Said to be among the most advanced weapons in its category in service anywhere, the latest test further underlines the abilities of the BrahMos missile

Reports say India carried out a successful test of the sea version of BrahMos on January 11 from the naval destroyer INS Visakhapatnam, further demonstrating the range and accuracy of the supersonic cruise missile. “The sea-to-sea variant of the missile was test-fired at the maximum range and hit the target ship with utmost accuracy," navy sources were cited as saying. Here’s what you need to know.

What Is The BrahMos Missile?

BrahMos is a “short-range, supersonic anti-ship/land attack cruise missile" developed as part of a joint venture set up in 1998 between India’s Defence Research and Development Organisation (DRDO) and the Russian NPO Mashinostroyeniya. The name ‘BrahMos’ is derived from India’s Brahmaputra and the Moskva river in Russia.

The Washington DC-based think tank Centre for Strategic and International Studies (CSIS) says that BrahMos is “distinguished" by its supersonic speed, flying at up to three-times the speed of sound at Mach 2.0-2.8 which, “in addition to making it difficult to intercept… also imparts a greater strike power".

The makers of the missile say that the ability to travel at a speed of a “kilometre approximately in a second", BrahMos combination of “supersonic speed and warhead mass provides high kinetic energy ensuring tremendous lethal effect". They add that BrahMos is the “only known versatile supersonic cruise missile which is in service".

BrahMos is also said to be equipped with stealth technology that makes it “less visible to radar and other detection methods", says CSIS.

How Many Versions Are There of BrahMos?

According to DRDO, BrahMos is a “universal, long-range supersonic cruise missile system that can be launched from land, sea and air". Its anti-ship, land-attack and air versions are already operational with the Indian Navy, Army and Air Force while a submarine-launch version was trialled in 2013 by way of a test carried out from a submerged barge.

CSIS says that, depending on the variant and the launch platform, BrahMos has a range of between 300-500 km. The payload size — ranging from 200-300kg — too, varies on the basis of the version as does the missile’s launch weight, which can be anywhere between 2,200-3,000 kg.

Reports said that the export version of the BrahMos will have a range of 290 km to stay under the 300km ceiling imposed by the Missile Technology Control Regime (MTCR). India recently agreed to sell the missile to the Philippines even as several other countries around the world are known to have expressed an interest in acquiring it.

A hypersonic version of the missile, BrahMos-II, is also under development that would be able to hit speeds of over Mach 5. The defence ministry also recently said that BrahMos Aerospace has begun work BrahMos-NG, for ‘next generation’, which will be “a new, more advanced variant of the missile… having smaller, lighter and smarter dimensions", for deployment on a wider number of modern military platforms.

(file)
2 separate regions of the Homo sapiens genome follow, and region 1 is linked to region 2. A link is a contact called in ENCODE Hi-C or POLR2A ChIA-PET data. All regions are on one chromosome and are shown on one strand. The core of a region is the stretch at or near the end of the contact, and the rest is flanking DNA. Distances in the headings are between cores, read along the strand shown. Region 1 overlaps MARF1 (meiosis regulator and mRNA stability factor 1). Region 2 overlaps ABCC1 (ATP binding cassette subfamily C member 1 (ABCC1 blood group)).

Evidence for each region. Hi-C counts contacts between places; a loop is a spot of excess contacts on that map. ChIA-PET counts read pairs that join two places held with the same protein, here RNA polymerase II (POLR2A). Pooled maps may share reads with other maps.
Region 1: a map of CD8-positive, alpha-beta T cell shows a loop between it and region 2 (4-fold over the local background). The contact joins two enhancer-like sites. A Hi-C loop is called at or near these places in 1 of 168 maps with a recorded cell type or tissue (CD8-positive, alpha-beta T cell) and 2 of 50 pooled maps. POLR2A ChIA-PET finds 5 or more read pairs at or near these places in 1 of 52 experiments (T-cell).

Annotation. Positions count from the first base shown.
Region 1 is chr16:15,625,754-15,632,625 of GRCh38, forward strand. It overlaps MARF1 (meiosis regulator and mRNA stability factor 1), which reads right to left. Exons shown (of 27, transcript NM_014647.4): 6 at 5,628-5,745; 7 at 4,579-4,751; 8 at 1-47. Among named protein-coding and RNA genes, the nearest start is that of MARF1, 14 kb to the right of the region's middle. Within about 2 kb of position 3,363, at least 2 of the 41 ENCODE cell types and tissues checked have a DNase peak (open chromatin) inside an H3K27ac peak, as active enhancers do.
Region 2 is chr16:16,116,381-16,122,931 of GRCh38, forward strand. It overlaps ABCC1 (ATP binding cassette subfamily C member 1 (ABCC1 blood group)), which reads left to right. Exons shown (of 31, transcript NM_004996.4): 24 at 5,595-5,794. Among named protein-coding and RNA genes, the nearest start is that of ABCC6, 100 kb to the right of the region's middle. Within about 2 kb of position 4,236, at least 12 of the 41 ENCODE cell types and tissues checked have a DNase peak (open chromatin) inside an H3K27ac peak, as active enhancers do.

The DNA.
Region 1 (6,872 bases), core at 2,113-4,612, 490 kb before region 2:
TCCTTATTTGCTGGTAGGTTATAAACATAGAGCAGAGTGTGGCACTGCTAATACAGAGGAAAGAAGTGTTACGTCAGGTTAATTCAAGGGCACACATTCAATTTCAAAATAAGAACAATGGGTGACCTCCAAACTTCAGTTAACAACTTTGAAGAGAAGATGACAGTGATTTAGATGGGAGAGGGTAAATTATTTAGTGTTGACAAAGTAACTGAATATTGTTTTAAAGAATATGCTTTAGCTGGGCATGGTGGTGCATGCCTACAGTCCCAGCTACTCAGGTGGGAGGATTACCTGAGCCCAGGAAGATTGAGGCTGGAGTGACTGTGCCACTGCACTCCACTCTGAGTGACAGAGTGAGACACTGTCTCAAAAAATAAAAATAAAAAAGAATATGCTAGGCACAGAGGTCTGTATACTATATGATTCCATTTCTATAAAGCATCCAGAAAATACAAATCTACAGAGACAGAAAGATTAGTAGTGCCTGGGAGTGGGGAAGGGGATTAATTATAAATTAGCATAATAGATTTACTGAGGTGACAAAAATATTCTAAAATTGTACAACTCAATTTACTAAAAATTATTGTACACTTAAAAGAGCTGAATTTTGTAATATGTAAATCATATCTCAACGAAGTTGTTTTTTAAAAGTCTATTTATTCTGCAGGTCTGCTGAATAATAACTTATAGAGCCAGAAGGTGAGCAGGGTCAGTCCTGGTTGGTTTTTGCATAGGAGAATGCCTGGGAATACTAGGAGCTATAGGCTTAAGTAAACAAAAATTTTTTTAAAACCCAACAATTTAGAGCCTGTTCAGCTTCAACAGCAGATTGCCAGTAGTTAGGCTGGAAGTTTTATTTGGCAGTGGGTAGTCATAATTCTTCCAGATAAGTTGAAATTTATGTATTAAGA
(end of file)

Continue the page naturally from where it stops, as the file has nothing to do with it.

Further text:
The BrahMos Integration Complex in Hyderabad is where the integration and assembly of mechanical systems and the electronics for the missile is undertaken along with the testing of the sub-systems fabricated in other centres in India and Russia.

In December 2021, a project to build a BrahMos Manufacturing Centre was inaugurated in Lucknow to produce the new BrahMos-NG. The defence ministry said that the new centre would be ready over the next two to three years and will produce between 80-100 BrahMos-NG missiles annually.

Why Is The Latest Test Important?

An anti-ship version of the BrahMos missile had been tested in December 2020 against a decommissioned Indian Navy vessel with Defence Minister Rajnath Singh tweeting after the latest test that the Navy’s “mission readiness is reconfirmed today after successful launch of the advanced version of BrahMos Missile from INS Vishakhapatnam…"

The Defence Research and Development Organisation (DRDO) said that the test of the “advanced sea to sea variant" of BrahMos saw the “missile hit the designated target ship precisely".

A Navy spokesperson added that the successful test-firing “of the extended-range" missile from the Navy’s “newest indigenously-built guided missile destroyer, represents a twin achievement" as it “certifies the accuracy of the ship’s combat system & armament complex [and] validates a new capability the missile provides the Navy & Nation (sic)". The spokesperson also said that the test is also a shot in the arm for the Navy and bodes well for the Aatmanirbhar push in defence production.

On December 8 last year, the Defence Ministry said that it had stage a test of the air version of the air version of the missile from a supersonic Sukhoi Su-30MKI fighter jet. The “copybook flight" had seen the missile follow “the pre-planned trajectory meeting all mission objectives".

The ministry had said that the test was “a major milestone in BrahMos development" as it clears the decks for “serial production of air-version BrahMos missiles within the country". The December test of the BrahMos air version had come on the heels of one held in July 2021.